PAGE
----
This is not the time to spend the morning getting dirty in the garden; neither is it the time to get stressed about other things that need doing; it is the morning for reflections of times past and dreaming for the future; it is the morning for thanking God for all He has done and the family and friends that have supported her to this point. It is the morning of love and kindness.

Why do I say all this?

Paul is wrapping up a section about Christian lifestyle (that he began in our chapter 12).

We don’t know the time but 2,000 years ago Paul believed the day of Christ’s return and what will be in effect our glorious ordination as believers is upon them. Well …. Even more so now!

What’s occupying your attention today? Make sure it is Christ.

What are the temporary, earthly desires that you are tempted to chase after?

Is your life being wasted on things that pass away?

Are you dressing your attitudes and conversations and behaviours with that of Christ?

Why? It is nearly 2pm.

Life is not about Thou shalt not but Thou shalt. Get this right and we change the world.

The greatest need in our world today is for people to love others sacrificially.

We can turn the world upside down with love. True love is the love that hurts the lover.

Where will that hurt be most felt? It is not when you are loving someone the other side of the world. But it is to love those closest to you. It is to love your neighbour, the person next to you, who lives near you, even in your home.

“The commandments, “You shall not commit adultery,” “You shall not murder,” “You shall not steal,” “You shall not covet,” and whatever other command there may be, are summed up in this one command: “Love your neighbour as yourself.” Love does no harm to a neighbour. Therefore love is the fulfilment of the law.” Romans 13:9-10

It doesn’t matter which commandment you choose and which one you profess to be successful at. The reason for obedience is not for any other reason but because God has transformed and renewed your mind and now within you is the love of Christ for other people.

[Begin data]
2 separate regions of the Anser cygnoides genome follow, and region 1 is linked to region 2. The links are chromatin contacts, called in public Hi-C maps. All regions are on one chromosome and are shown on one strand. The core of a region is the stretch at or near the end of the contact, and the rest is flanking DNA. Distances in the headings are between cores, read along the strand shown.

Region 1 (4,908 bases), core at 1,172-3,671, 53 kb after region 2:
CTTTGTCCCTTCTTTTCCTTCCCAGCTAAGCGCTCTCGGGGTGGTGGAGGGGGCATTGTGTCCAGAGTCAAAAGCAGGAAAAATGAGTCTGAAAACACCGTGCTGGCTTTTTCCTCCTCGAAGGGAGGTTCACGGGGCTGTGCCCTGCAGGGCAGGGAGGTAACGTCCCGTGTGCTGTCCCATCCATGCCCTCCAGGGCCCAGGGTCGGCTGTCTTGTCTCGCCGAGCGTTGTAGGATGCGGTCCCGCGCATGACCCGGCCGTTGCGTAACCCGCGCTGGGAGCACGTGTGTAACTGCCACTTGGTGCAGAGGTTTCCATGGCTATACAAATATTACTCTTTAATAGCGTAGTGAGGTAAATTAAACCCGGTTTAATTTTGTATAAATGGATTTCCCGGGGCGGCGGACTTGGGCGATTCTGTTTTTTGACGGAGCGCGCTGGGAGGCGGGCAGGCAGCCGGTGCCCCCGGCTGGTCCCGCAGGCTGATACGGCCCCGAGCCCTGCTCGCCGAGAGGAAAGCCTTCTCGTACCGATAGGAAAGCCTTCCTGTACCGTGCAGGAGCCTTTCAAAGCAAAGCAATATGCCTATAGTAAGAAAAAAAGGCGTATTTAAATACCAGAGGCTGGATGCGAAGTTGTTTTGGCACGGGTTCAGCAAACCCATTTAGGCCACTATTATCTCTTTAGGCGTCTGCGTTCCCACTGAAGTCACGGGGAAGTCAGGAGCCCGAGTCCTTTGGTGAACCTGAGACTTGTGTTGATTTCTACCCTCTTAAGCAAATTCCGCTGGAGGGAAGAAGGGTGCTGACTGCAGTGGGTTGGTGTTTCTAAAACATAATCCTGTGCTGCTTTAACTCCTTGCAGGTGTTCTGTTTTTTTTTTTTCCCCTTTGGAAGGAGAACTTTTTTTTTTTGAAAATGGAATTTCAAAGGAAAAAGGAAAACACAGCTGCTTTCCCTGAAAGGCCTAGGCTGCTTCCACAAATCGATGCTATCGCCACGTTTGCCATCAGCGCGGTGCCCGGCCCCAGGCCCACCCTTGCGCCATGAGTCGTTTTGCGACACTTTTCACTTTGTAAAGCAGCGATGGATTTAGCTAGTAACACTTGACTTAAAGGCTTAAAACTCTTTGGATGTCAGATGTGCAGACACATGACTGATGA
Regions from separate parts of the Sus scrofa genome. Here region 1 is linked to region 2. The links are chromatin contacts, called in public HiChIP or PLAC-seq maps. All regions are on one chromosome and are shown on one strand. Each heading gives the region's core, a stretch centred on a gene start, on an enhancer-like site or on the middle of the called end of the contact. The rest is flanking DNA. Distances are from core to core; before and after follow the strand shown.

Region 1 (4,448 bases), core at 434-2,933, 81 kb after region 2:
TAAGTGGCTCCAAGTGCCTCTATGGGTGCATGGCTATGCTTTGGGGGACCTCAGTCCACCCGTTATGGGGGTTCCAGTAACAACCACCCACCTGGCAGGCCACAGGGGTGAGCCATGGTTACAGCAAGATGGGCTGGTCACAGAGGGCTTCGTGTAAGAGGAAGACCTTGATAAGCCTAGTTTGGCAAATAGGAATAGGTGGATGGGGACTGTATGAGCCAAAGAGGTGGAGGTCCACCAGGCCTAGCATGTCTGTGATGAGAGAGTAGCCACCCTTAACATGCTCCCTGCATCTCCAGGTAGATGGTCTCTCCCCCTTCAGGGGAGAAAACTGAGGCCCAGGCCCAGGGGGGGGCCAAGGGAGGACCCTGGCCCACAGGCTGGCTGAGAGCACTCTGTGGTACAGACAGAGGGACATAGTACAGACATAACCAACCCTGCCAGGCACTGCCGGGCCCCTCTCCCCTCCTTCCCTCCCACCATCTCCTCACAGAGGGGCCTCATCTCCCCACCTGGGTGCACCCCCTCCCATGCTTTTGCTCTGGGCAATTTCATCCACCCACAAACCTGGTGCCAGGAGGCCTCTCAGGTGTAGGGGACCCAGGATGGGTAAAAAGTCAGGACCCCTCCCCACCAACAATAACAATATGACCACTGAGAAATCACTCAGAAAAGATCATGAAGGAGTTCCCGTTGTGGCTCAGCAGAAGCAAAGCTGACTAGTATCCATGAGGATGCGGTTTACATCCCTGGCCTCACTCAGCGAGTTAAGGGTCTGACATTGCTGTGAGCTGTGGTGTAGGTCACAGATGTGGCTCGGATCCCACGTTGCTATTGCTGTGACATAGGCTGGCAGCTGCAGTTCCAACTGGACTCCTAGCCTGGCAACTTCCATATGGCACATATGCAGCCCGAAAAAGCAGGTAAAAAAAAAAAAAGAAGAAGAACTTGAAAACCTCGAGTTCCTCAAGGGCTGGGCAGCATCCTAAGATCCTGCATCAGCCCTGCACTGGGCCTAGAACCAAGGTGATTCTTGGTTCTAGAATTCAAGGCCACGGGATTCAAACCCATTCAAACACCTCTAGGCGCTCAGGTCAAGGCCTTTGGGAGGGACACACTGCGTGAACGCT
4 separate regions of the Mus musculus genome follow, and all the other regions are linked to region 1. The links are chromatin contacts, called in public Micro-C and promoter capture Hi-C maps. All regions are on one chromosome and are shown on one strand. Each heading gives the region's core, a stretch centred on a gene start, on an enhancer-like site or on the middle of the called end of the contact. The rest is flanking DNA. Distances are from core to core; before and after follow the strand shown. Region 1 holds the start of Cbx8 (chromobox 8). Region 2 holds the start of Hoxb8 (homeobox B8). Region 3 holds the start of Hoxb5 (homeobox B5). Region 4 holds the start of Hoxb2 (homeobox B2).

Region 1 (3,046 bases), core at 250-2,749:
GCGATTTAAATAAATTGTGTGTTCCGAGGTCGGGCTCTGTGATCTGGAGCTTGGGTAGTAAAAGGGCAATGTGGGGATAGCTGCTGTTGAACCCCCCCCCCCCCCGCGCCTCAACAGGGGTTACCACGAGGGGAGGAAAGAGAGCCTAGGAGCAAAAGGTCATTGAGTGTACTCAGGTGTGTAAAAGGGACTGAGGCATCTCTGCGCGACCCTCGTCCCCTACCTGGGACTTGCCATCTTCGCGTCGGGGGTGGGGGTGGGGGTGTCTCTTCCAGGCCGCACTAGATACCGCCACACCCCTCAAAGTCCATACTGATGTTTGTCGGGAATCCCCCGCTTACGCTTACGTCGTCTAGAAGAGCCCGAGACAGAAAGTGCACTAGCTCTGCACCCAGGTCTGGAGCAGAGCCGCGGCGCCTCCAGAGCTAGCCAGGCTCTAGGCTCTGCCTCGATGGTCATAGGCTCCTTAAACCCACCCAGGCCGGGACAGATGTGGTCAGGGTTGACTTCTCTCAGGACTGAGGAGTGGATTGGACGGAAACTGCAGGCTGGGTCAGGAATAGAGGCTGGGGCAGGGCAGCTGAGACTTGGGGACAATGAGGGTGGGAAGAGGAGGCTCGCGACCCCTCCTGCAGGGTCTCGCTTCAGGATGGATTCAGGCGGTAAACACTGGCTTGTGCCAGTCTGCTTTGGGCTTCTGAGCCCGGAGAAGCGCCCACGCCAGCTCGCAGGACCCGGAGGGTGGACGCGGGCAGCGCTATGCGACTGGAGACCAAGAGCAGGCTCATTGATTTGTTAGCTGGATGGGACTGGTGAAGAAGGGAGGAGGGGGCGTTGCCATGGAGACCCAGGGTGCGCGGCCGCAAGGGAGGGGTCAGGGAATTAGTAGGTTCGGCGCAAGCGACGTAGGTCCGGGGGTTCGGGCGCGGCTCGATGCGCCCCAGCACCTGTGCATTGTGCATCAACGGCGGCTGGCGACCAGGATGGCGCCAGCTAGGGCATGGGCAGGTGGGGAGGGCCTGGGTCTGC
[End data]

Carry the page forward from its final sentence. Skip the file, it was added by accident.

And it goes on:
Adultery, no, because you are committed to your spouse.

Murder, no, because you don’t want anyone to be harmed.

Steal, no, because you don’t want the person to be without.

Covet, no, because you know how to celebrate what others have.

The commandments could continue and your response is the same, you want the best for others because within you is Christ’s love for the world.

Why? Because you see God in people. They bear the image of God.

Back to sincere love: it’s all about the outstanding debt of love.

After an interlude about governments, Paul gets right back to relationships and the love of God that we share with others.

“Let no debt remain outstanding, except the continuing debt to love one another, for whoever loves others has fulfilled the law.” (Romans 13 v 8)

Some focus on the debt and use it as a proof text to show we shouldn’t borrow anything. They not only miss the whole point about the outstanding extravagant love for each other but they miss even what Paul was saying about debt. He isn’t saying don’t borrow but he is saying make sure you pay back what you borrow.

The aim for your Christian life is not about being more powerful and doing great exploits. It is not even about not being in debt. But it is about grasping, comprehending, perceiving, learning, reaching, testing, plumbing to the depths and rising to the heights in discovering the love of Christ for other people. It is to learn the unconditional, non-judgmental, selfless, sacrificial love within community where you will always be in debt. There will never be a time when you can say I have loved that person enough. You are to go on and on and on. You are to die loving. Yes there are heartaches and yes we have to move on but we do so not with bitterness and anger but with love. It is to give extravagant, outlandish, loud and courageous love to others. It is this love that fulfils everything that God wants in terms of obedience (known as the law).

Governments, authorities, managers and leaders!

We are going to read a section that might be difficult depending on your political persuasion or your experience of working for management or other leadership forms.

But spare a thought for those who live under the regimes of evil dictators as you read the following: